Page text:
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On a fresh Fedora 24 install, I want to disable NetworkManager since I have a static IP and hate daemons.

If I do this after startup (as root), everything works fine:

ifconfig enp1s0 192.168.0.3 netmask 255.255.0.0 
ip route add default via 192.168.0.1 

What's the equivalent /etc/sysconfig/network-scripts/ifcfg-enp1s0 files? Following https://stackoverflow.com/questions/21432620/how-to-setup-static-ip-in-fedora-19 (which I realize is Fedora 19, not 24, but probably should work anyway), I did:

DEVICE="enp1s0" 
NM_CONTROLLED="no" 
NAME=enp1s0 
ONBOOT=yes 
TYPE=Ethernet 
BOOTPROTO=none 
DEFROUTE=yes 
IPV4_FAILURE_FATAL=no 
IPADDR=192.168.0.3 
NETMASK=255.255.0.0 
BROADCAST=192.168.255.255 
PEERDNS=yes 
PEERROUTES=yes 
IPV6INIT=no 
IPV6_AUTOCONF=yes 
IPV6_DEFROUTE=yes 
IPV6_PEERDNS=yes 
IPV6_PEERROUTES=yes 
IPV6_FAILURE_FATAL=no 
IPV6_ADDR_GEN_MODE=stable-privacy 
UUID=[masked though unlikely private] 
AUTOCONNECT_PRIORITY=-999 

but this doesn't work. If I reboot with the above, I get "network is unreachable".

I realize I could simply run my commands in a startup script, but am trying to do things the "right way" for now.

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    To delete all this fluff in Ubuntu/Debian I usually uninstall resolvconf and the package dependencies system pretty much take care of the rest. – Rui F Ribeiro Nov 28 '16 at 7:18
1

Fedora documentation says that NetworkManager is a default network daemon since Fedora 20. Most probably you should say sorry to it and get used to it.

However, you should still be able to use network daemon. Test it via command line:

systemctl start/stop/restart/status network

If it brings up network for you, enable it:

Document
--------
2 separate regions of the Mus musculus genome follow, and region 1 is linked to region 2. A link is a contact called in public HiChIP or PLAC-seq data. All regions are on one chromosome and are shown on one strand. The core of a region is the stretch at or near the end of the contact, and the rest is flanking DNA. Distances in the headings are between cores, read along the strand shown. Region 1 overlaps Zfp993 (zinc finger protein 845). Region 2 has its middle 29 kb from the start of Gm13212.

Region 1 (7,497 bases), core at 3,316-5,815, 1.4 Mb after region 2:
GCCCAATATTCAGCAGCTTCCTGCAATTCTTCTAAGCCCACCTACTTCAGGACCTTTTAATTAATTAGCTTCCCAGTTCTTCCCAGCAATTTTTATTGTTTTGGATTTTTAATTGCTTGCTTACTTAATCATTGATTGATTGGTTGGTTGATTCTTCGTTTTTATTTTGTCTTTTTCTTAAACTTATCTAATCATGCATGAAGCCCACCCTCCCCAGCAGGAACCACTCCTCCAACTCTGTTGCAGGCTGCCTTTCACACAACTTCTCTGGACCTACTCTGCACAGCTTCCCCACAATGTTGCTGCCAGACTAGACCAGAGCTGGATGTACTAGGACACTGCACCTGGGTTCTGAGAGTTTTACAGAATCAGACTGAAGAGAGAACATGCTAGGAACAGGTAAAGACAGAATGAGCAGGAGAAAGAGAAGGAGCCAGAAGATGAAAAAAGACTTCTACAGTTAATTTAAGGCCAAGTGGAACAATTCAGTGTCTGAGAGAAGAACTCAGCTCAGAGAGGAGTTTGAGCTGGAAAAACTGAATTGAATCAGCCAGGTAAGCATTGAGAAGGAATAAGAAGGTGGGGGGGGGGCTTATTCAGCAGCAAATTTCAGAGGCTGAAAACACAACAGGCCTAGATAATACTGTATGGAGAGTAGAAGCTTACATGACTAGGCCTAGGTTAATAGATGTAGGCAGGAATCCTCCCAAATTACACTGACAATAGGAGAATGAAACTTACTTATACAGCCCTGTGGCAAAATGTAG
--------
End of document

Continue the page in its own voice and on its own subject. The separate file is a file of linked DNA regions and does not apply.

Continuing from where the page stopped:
systemctl enable network

Although, as mentioned before, Network Manager is meant to handle your networks and network is more as a helper. Take a look here.

  • I'm trying to bring up a minimal Fedora 24 system, and believe static networks don't need daemons! I should point out that it ran by default, but I'm basically trying to kill as many daemons/processes as necessary :) – barrycarter Nov 27 '16 at 22:39
  • @barrycarter, I might used wrong words. Network service (not to use a daemon word) is responsible for bringing up network interfaces. I don't know fedora very well but RedHat, CentOS or Debian does not create any program that runs in the background. Network is only a script run on boot/shutdown that is responsible for bringing up a network. After it finishes it's work, nothing is left in background to watch status of network. Take a look what it does in start section at /etc/init.d/network. – Kalavan Nov 28 '16 at 7:20
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Distable the network-manager:

systemctl stop NetworkManager.service
systemctl disable NetworkManager.service

Start and enable network.service:

systemctl restart network.service
systemctl enable network.service

Edit you /etc/sysconfig/network-scripts/ifcfg-enp1s0 change:

BOOTPROTO=none 
PEERDNS=yes 

To:

BOOTPROTO="static"
PEERDNS=no

Configure your /etc/resolv.conf then apply changes:

systemctl restart network.service

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